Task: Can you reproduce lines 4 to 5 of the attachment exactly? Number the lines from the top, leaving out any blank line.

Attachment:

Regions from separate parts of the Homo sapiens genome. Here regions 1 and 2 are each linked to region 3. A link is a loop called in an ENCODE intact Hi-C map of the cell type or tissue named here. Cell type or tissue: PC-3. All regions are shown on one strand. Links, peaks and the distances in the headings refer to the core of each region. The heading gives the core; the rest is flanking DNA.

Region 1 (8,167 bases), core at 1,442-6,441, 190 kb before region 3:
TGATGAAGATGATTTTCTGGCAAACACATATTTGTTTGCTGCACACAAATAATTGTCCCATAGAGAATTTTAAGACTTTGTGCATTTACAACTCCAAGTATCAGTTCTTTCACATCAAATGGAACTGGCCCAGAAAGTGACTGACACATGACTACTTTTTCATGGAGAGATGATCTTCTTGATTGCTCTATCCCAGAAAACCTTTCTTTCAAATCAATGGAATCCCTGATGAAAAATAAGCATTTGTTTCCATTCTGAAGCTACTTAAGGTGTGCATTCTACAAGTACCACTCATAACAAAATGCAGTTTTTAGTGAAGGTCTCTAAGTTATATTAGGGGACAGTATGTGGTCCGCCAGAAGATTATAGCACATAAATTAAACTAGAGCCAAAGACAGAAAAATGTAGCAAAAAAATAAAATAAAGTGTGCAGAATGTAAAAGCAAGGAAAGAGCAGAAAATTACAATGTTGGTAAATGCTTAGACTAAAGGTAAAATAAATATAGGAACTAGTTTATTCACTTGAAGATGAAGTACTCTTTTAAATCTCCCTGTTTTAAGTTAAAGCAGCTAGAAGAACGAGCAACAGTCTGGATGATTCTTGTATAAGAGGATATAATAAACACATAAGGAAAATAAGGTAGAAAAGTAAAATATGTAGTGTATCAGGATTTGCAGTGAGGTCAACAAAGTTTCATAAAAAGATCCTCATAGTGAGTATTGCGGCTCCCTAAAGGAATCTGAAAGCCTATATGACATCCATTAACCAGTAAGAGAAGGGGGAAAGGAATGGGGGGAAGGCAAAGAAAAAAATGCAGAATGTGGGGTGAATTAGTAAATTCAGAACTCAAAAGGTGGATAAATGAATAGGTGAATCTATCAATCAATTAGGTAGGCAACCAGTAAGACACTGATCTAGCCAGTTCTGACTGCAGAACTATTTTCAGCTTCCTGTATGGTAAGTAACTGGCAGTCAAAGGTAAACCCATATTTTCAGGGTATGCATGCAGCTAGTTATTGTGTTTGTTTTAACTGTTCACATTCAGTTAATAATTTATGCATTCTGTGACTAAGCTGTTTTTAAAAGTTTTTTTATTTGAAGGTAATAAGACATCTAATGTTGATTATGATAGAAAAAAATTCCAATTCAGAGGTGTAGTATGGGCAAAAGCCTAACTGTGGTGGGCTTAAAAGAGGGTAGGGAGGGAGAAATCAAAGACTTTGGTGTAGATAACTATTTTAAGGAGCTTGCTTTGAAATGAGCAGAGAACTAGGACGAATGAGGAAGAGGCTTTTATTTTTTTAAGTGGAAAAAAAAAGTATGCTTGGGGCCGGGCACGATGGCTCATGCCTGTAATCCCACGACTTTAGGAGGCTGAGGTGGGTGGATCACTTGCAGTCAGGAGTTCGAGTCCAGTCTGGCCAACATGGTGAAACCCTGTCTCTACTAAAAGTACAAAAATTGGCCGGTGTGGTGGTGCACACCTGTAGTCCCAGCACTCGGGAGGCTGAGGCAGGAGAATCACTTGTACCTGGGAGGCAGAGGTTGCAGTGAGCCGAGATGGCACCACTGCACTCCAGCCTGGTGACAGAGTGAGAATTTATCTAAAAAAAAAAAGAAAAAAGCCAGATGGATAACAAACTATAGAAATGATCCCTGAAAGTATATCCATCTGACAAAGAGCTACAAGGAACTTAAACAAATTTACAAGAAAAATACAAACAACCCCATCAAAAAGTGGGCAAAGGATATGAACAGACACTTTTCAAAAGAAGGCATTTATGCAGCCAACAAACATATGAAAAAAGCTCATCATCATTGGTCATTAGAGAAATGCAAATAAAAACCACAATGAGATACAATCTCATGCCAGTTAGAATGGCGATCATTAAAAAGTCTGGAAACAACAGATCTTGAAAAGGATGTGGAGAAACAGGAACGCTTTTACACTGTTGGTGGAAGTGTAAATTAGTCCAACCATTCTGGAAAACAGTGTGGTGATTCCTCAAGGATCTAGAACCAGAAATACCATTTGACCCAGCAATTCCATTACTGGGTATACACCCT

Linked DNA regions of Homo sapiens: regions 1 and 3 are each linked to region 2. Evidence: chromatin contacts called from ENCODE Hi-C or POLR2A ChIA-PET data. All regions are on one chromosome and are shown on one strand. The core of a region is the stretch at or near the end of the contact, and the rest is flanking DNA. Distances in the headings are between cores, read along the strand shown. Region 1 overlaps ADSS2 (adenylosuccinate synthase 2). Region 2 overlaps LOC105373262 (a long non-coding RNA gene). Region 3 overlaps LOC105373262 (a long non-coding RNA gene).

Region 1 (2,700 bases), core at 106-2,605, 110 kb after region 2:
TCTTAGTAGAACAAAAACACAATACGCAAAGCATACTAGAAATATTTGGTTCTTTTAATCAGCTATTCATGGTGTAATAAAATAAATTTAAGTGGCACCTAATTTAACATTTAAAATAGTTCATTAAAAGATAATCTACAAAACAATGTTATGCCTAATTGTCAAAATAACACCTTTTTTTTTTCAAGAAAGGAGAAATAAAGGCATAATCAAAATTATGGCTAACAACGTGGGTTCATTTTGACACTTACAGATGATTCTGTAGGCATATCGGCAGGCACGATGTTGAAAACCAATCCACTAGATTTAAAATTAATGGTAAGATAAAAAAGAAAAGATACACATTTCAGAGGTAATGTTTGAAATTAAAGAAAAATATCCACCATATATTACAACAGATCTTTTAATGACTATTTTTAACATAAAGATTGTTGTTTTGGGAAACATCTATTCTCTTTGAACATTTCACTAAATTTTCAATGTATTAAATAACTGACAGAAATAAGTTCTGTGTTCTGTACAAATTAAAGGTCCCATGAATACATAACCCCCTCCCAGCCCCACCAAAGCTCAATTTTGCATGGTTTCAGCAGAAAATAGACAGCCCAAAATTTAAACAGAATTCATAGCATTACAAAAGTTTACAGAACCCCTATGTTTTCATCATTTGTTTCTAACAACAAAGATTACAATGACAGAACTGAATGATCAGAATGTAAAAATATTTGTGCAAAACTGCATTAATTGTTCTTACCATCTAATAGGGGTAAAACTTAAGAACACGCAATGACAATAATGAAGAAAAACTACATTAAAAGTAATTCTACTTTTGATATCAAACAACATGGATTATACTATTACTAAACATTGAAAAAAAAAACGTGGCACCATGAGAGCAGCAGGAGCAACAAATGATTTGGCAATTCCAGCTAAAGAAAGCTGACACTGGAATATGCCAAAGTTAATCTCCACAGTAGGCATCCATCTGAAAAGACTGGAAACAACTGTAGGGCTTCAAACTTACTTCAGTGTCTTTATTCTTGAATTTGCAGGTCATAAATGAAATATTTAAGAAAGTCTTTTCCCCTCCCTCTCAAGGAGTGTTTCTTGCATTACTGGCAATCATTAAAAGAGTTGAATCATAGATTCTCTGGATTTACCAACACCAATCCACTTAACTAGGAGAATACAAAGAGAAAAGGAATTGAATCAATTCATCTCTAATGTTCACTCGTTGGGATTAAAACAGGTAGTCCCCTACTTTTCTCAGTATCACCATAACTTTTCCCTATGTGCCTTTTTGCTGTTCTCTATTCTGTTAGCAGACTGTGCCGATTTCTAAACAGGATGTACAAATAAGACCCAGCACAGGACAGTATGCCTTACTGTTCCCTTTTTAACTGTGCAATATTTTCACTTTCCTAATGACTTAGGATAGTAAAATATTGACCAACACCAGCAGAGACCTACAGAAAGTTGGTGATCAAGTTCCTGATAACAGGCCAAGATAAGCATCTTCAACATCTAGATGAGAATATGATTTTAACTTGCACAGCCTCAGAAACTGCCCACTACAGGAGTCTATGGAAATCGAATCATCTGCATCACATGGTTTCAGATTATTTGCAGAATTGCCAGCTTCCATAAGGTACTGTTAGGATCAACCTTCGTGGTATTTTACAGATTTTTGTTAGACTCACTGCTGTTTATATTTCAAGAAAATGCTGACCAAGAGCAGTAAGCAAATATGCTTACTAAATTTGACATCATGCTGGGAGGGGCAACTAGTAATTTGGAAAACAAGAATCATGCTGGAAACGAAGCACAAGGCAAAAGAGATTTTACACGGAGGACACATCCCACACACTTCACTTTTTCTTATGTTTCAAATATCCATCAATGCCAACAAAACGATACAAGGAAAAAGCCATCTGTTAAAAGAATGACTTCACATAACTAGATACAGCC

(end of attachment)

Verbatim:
Linked DNA regions of Homo sapiens: regions 1 and 3 are each linked to region 2. Evidence: chromatin contacts called from ENCODE Hi-C or POLR2A ChIA-PET data. All regions are on one chromosome and are shown on one strand. The core of a region is the stretch at or near the end of the contact, and the rest is flanking DNA. Distances in the headings are between cores, read along the strand shown. Region 1 overlaps ADSS2 (adenylosuccinate synthase 2). Region 2 overlaps LOC105373262 (a long non-coding RNA gene). Region 3 overlaps LOC105373262 (a long non-coding RNA gene).

Region 1 (2,700 bases), core at 106-2,605, 110 kb after region 2: